This is huge. Prime minister Benjamin Netanyahu announced today that as part of a coalition agreement with Yisrael Beiteinu, his government would promote a bill allowing Israeli citizens abroad to vote in the general elections.
From a rightist perspective, this makes a lot of sense: Israel would be able to utilise it’s 750,000 expatriates, and throw them into the so-called “demographic war” against the country’s growing national minority of Palestinians.
But what’s more, and this is probably why the proposal had to come from a radical party like Yisrael Beiteinu, I would surmise the real target here is not the Israeli expatriates, but the entire Jewish Diaspora. The Law of Return makes it possible for any Jew to become a citizen; I wouldn’t be surprised if within a few years, the law will be quietly amended to allow Jews to apply for citizenship right at their nearest Israeli embassy, blowing the number of Jewish “Israeli” voters vs the Palestinian Israeli ones to enormous proportions, with little inconvenience to either themselves or the state. Considering Jewish communities abroad are often more hawkish than their Israeli co-religionists, this would also be a boon to rightists parties – especially to the party that made it possible for them to vote in the first place.
However, it seems both Lieberman and Netanyahu prefer to disregard, at least for the moment, the Sheik Jarrah factor. The battle over this East Jerusalem neighbourhood erupted with a court ruling acknowledging some of the houses belong to a Jewish group which left them in the wake of the war of 1948. While the immediate result of the decision was the expulsion of Palestinian families from the houses in question, awareness is already growing that this represents an indirect, de jure recognition of the Right of Return (this is also why I see the Sheik Jarrah protests as the rearguard battle of the two-state solution, but that’s a subject for a separate post). There’s little doubt that sooner or later we will see similar lawsuits filed by Palestinian refugees, who lost their homes in West Jerusalem in the very same war – and this time, they will have a very strong legal precedent to lean on.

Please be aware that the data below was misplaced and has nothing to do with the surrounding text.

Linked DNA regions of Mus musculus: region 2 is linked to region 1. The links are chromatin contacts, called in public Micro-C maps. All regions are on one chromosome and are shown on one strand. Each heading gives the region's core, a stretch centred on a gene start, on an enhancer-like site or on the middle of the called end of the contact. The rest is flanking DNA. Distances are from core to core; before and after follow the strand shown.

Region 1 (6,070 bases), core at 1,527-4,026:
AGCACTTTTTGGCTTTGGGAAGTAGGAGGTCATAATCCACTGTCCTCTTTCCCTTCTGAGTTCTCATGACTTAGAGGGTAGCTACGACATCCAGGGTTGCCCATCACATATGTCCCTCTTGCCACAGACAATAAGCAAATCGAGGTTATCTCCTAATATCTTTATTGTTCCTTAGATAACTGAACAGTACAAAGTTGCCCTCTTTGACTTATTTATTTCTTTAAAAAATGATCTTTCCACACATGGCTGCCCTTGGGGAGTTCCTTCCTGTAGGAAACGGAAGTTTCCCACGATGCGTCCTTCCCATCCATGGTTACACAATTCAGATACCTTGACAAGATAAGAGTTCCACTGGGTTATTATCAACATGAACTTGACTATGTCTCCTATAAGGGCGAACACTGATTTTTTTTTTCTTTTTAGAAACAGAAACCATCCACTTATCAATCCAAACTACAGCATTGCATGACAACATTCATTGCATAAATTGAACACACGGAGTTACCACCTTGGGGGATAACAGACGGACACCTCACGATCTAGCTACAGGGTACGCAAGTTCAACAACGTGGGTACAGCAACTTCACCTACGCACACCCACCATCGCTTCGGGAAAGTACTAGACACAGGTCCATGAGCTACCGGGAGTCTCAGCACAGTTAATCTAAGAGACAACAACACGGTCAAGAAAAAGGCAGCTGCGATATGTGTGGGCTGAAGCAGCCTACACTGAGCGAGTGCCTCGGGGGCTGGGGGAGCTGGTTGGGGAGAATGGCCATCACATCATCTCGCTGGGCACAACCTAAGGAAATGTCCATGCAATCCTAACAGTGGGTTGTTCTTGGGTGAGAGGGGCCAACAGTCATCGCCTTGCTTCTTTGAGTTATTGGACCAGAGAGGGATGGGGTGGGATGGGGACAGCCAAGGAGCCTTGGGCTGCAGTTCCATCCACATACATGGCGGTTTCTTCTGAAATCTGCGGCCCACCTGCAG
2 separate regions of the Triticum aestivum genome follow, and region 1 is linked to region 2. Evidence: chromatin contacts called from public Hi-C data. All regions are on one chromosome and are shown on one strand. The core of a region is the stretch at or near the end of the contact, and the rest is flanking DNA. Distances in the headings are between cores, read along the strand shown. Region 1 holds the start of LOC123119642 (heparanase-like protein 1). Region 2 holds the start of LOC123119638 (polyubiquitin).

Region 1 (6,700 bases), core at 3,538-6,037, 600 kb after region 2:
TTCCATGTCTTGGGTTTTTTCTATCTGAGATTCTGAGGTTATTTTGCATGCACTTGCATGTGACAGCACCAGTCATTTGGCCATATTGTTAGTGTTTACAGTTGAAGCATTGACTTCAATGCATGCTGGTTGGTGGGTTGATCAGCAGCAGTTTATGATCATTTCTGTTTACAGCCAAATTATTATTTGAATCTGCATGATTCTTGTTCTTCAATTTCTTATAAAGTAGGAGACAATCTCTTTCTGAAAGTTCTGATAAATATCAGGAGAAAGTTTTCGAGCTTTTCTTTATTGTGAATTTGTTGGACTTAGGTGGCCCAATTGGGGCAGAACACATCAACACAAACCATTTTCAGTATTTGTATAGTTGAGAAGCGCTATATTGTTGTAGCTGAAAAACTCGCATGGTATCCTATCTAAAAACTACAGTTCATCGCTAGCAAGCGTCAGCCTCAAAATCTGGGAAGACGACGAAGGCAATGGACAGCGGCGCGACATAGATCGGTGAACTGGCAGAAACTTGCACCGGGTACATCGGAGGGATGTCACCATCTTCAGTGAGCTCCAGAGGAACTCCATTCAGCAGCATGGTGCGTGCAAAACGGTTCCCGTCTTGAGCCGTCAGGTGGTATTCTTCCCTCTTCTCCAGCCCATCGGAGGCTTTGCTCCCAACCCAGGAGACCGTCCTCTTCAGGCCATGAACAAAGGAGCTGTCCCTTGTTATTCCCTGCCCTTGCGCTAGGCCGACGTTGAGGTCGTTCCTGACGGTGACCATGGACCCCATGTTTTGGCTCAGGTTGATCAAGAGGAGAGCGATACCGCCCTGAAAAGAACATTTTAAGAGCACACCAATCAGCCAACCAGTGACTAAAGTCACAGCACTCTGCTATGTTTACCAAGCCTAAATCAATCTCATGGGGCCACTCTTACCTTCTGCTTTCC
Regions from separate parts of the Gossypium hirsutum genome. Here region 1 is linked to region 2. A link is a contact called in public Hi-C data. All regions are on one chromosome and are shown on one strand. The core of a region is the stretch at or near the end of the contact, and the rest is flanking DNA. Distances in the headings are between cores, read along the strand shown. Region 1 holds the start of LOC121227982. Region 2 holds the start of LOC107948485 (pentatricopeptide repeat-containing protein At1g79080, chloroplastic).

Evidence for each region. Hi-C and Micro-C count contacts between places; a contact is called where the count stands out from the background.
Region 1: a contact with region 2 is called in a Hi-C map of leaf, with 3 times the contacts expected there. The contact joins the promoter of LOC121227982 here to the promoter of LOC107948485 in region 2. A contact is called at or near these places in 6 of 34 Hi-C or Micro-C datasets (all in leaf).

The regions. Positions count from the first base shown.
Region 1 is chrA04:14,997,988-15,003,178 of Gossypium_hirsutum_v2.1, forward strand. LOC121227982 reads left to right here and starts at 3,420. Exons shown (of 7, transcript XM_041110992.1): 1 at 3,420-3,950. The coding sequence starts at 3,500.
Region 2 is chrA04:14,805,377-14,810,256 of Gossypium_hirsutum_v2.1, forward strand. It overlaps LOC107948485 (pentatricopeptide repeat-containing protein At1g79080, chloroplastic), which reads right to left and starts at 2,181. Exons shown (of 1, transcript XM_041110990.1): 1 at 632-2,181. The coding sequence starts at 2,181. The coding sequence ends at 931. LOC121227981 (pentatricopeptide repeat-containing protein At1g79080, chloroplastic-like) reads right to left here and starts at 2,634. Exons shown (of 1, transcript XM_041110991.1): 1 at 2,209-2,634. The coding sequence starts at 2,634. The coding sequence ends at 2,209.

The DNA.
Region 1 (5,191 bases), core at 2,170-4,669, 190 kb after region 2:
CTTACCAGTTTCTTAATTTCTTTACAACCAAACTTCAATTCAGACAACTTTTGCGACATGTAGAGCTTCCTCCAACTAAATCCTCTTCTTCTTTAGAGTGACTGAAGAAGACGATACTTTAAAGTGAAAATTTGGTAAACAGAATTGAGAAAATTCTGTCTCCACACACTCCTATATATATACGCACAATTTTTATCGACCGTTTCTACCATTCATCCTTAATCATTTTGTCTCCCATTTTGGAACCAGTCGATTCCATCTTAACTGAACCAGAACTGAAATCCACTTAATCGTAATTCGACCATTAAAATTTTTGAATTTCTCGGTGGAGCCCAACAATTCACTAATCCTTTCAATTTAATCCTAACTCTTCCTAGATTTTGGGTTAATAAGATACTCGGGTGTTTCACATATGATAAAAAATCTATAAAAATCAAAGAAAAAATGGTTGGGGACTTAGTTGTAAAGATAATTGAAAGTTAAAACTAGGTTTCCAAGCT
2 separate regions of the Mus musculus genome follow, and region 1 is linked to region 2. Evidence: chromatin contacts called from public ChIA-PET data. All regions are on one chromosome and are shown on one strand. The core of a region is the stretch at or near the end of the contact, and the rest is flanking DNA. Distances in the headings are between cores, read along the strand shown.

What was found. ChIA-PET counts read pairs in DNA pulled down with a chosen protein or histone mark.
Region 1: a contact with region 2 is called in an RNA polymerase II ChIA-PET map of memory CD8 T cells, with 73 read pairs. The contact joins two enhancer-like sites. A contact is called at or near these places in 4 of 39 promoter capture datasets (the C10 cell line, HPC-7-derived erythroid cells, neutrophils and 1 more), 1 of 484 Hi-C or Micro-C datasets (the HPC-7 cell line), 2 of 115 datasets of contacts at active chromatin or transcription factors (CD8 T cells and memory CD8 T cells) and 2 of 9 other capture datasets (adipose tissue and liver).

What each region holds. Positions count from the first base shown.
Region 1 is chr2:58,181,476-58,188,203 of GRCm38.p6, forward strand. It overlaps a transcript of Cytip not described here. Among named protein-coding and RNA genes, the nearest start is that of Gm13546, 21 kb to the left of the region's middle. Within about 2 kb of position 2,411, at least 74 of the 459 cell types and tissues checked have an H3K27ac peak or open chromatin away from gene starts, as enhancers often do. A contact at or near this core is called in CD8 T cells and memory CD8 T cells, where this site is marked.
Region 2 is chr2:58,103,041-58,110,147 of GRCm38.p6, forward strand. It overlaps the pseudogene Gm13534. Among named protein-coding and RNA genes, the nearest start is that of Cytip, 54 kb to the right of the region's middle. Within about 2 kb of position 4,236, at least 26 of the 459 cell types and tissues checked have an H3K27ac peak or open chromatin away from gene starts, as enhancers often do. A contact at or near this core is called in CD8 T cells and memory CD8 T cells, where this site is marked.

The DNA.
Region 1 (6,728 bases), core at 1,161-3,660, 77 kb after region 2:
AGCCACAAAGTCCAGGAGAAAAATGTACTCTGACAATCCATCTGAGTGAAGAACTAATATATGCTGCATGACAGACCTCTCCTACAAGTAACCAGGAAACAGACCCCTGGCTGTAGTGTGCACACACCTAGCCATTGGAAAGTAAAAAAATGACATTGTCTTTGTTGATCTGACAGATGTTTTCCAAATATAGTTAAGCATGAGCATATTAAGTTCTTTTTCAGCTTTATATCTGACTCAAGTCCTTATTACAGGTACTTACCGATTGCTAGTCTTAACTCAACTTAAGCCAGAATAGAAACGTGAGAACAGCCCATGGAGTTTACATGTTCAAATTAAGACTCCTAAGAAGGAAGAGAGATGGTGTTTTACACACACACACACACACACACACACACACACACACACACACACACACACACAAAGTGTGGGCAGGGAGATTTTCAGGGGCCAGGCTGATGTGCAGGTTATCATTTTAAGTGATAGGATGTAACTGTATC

The situation with absentee voting is quite similar. While in the short run it will boost the Jewish vote vis-a-vis the Arab one, in effect, this is a clarion call for the refugees, the Palestinian Diaspora – which numbers many more than 750,000, and comes close enough to the Jewish one – to begin reasserting their right of representation in a conflict that affects them to this day.
Yitzhak Rabin buried the refugee issue in the golden casket of the Oslo Accords, by appropriating the refugee leadership – the PLO – and transplanting it to the West Bank and Gaza, where it proceeded to sell the refugees down the river. It seems only appropriate that Benjamin Netanyahu now revives the need for refugee representation, and even provides them with the impetus to demand it in a political, not violent way – a way Israel will find incredibly hard to deal with.
If the bill passes, all that remains to do be seen is how long will it take for a Palestinian party to file the papers at Israel’s Supreme Court, to demand representation and absentee voting rights as well.